If you’ve ever tried to watch Netflix or scroll through Facebook outside of a major town in Africa, you’re having the typically poor online experience most Africans are familiar with. Internet connectivity is notoriously bad on this continent with 1.1-billion people, but even worse when your try access content that sits on a server somewhere in the United States or Europe.
And forget about streaming video, which last year accounted for 60% of all mobile traffic globally, according to Cisco’s Visual Networking Index report, and is expected to rise to 78% by 2021.
Until now, a ground-breaking new internet device holds the potential to give Africans as first-class an internet and content experience as anywhere in the developed world. Kenyan start-up BRCK today unveiled its latest innovation that can revolutionize how people access the internet’s rich repository, even in the most distant, unconnected areas.
Called SupaBRCK, it is an industrial-strength upgrade of the original BRCK launched in June 2014 that aimed to solve the thorny problem of poor internet access in Kenya. Episodic power failures meant modems were often destroyed by power surges when electricity returned, and regular WiFi-emitting dongles (called MiFi) couldn’t support enough devices and ran out of battery life before power resumed.
But SupaBRCK is more than just a hardware router, it is also part of what the internet industry calls a content delivery network (CDN). These networks of servers host content (often called a cache) for Facebook, Netflix, YouTube and others. When you click on a Facebook or YouTube video, that triggers a request to the server and the video starts playing. If you’re on a fast connection in a major city such as Nairobi, Lagos or Johannesburg, that tends to be quite quick. But the further out of urban areas you travel, towards what the industry calls “the edge,” the slower – and more expensive – it gets. If that server is located in countries like Germany or the US, the connection is even slower.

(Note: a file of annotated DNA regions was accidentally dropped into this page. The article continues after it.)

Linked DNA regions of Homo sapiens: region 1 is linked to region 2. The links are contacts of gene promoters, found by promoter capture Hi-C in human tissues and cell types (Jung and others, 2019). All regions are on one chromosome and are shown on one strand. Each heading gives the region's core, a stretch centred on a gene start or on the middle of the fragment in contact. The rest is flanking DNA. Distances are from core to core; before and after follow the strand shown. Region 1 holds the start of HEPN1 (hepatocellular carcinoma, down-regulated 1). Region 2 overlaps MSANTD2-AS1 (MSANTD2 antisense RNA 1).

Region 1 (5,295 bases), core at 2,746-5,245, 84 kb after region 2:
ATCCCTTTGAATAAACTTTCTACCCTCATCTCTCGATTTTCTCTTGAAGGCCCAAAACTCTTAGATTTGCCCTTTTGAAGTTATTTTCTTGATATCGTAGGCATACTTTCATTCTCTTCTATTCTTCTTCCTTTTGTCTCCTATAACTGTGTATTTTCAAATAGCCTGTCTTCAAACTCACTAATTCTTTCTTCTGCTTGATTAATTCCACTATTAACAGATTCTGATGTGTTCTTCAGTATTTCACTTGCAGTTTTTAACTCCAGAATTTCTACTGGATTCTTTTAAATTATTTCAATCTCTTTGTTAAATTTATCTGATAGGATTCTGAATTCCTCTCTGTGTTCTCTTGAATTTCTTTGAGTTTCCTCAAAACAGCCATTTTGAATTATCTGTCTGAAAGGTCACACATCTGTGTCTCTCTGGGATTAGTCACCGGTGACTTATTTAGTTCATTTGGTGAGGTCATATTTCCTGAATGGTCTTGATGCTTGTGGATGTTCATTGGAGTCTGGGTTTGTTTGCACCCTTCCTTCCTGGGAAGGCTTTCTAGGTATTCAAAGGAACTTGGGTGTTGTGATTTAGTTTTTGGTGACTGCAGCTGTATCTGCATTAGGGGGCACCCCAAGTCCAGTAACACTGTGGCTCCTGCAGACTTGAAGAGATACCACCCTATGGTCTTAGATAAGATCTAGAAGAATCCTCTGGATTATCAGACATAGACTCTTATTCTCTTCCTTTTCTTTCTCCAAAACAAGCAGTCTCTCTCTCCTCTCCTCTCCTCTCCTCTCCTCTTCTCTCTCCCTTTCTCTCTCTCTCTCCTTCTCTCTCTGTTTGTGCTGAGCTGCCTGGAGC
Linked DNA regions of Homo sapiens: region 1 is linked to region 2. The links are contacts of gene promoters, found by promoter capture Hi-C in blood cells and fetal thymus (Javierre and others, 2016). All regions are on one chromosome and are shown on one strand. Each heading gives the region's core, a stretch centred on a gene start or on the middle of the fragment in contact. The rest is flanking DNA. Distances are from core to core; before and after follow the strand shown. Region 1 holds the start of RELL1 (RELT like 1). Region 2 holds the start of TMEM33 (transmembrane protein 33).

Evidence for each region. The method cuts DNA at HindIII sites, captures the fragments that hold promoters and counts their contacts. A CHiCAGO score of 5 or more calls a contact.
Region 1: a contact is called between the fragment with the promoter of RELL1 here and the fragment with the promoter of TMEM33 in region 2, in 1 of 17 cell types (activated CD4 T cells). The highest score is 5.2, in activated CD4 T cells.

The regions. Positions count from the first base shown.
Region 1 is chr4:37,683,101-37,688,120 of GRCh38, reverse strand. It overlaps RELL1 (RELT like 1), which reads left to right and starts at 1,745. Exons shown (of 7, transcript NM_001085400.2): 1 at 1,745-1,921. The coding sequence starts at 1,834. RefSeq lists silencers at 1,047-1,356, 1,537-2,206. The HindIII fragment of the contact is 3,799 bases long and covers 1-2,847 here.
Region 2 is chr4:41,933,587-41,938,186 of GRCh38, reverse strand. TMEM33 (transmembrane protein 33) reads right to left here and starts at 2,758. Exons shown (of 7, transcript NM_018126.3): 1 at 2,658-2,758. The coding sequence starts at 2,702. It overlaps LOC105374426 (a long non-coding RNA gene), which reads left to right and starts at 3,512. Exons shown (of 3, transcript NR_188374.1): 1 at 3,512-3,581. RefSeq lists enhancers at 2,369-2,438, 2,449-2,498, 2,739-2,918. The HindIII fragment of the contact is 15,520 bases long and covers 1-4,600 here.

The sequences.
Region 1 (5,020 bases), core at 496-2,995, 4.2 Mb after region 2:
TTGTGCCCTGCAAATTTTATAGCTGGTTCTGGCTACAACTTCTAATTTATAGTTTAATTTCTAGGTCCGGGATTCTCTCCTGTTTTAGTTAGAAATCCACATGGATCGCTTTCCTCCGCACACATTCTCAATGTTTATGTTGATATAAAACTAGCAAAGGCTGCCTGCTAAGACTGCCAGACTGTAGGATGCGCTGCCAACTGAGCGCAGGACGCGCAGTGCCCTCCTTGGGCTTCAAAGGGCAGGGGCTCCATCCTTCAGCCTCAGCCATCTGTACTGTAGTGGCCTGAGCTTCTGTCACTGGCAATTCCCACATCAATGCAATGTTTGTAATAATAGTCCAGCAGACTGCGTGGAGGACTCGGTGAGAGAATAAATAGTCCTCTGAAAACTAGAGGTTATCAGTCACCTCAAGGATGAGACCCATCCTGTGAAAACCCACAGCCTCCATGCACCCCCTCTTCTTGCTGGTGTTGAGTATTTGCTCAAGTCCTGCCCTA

SupaBRCK provides both the wireless signal and hard drive space to cache content on the actual device. That means a cellphone users connected to a SupaBRCK is watching videos stored on it, reducing the cost for cellular networks to stream it from a CDN somewhere else, and reducing the time it takes for the video to begin playing.
The impact of this is huge for Africa, most of whose inhabitants have mobile-only access to the internet. The cost saving is passed onto these consumers, who are using the WiFi signal emitted by the SupaBRCK and not much more expensive cellular data to browse the internet and social media.